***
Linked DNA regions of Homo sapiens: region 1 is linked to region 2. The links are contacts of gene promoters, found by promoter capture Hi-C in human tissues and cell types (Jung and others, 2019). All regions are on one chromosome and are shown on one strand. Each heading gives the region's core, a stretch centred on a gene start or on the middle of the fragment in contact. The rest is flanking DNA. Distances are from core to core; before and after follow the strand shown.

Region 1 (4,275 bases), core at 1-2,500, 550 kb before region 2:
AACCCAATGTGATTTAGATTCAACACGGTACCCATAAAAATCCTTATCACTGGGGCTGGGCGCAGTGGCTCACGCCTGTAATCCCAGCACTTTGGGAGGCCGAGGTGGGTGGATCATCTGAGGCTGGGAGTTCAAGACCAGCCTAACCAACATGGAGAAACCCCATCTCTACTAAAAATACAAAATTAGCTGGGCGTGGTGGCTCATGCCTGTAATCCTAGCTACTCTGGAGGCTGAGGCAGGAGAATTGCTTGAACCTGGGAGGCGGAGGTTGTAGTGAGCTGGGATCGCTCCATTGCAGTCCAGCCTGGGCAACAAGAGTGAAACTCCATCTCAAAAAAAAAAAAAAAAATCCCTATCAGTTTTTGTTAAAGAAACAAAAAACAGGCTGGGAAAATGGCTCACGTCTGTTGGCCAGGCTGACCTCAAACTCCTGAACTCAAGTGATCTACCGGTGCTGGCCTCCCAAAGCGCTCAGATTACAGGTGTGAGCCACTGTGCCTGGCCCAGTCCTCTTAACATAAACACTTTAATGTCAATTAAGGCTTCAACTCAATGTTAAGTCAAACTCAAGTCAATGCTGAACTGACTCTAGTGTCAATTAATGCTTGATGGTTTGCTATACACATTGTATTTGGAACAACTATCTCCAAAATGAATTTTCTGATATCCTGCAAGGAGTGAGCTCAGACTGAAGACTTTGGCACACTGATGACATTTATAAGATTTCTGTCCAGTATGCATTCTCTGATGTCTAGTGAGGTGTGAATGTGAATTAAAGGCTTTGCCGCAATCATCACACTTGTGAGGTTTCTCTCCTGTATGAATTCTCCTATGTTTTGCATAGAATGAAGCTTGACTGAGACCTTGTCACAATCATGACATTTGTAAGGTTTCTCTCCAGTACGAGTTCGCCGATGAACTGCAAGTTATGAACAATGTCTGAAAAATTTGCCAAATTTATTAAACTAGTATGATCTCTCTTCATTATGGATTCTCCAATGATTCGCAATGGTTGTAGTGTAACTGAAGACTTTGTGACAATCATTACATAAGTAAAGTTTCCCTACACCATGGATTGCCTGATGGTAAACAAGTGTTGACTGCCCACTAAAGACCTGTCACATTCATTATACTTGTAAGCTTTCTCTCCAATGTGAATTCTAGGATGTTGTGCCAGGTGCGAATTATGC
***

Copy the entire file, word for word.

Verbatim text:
Linked DNA regions of Homo sapiens: region 1 is linked to region 2. The links are contacts of gene promoters, found by promoter capture Hi-C in human tissues and cell types (Jung and others, 2019). All regions are on one chromosome and are shown on one strand. Each heading gives the region's core, a stretch centred on a gene start or on the middle of the fragment in contact. The rest is flanking DNA. Distances are from core to core; before and after follow the strand shown.

Region 1 (4,275 bases), core at 1-2,500, 550 kb before region 2:
AACCCAATGTGATTTAGATTCAACACGGTACCCATAAAAATCCTTATCACTGGGGCTGGGCGCAGTGGCTCACGCCTGTAATCCCAGCACTTTGGGAGGCCGAGGTGGGTGGATCATCTGAGGCTGGGAGTTCAAGACCAGCCTAACCAACATGGAGAAACCCCATCTCTACTAAAAATACAAAATTAGCTGGGCGTGGTGGCTCATGCCTGTAATCCTAGCTACTCTGGAGGCTGAGGCAGGAGAATTGCTTGAACCTGGGAGGCGGAGGTTGTAGTGAGCTGGGATCGCTCCATTGCAGTCCAGCCTGGGCAACAAGAGTGAAACTCCATCTCAAAAAAAAAAAAAAAAATCCCTATCAGTTTTTGTTAAAGAAACAAAAAACAGGCTGGGAAAATGGCTCACGTCTGTTGGCCAGGCTGACCTCAAACTCCTGAACTCAAGTGATCTACCGGTGCTGGCCTCCCAAAGCGCTCAGATTACAGGTGTGAGCCACTGTGCCTGGCCCAGTCCTCTTAACATAAACACTTTAATGTCAATTAAGGCTTCAACTCAATGTTAAGTCAAACTCAAGTCAATGCTGAACTGACTCTAGTGTCAATTAATGCTTGATGGTTTGCTATACACATTGTATTTGGAACAACTATCTCCAAAATGAATTTTCTGATATCCTGCAAGGAGTGAGCTCAGACTGAAGACTTTGGCACACTGATGACATTTATAAGATTTCTGTCCAGTATGCATTCTCTGATGTCTAGTGAGGTGTGAATGTGAATTAAAGGCTTTGCCGCAATCATCACACTTGTGAGGTTTCTCTCCTGTATGAATTCTCCTATGTTTTGCATAGAATGAAGCTTGACTGAGACCTTGTCACAATCATGACATTTGTAAGGTTTCTCTCCAGTACGAGTTCGCCGATGAACTGCAAGTTATGAACAATGTCTGAAAAATTTGCCAAATTTATTAAACTAGTATGATCTCTCTTCATTATGGATTCTCCAATGATTCGCAATGGTTGTAGTGTAACTGAAGACTTTGTGACAATCATTACATAAGTAAAGTTTCCCTACACCATGGATTGCCTGATGGTAAACAAGTGTTGACTGCCCACTAAAGACCTGTCACATTCATTATACTTGTAAGCTTTCTCTCCAATGTGAATTCTAGGATGTTGTGCCAGGTGCGAATTATGC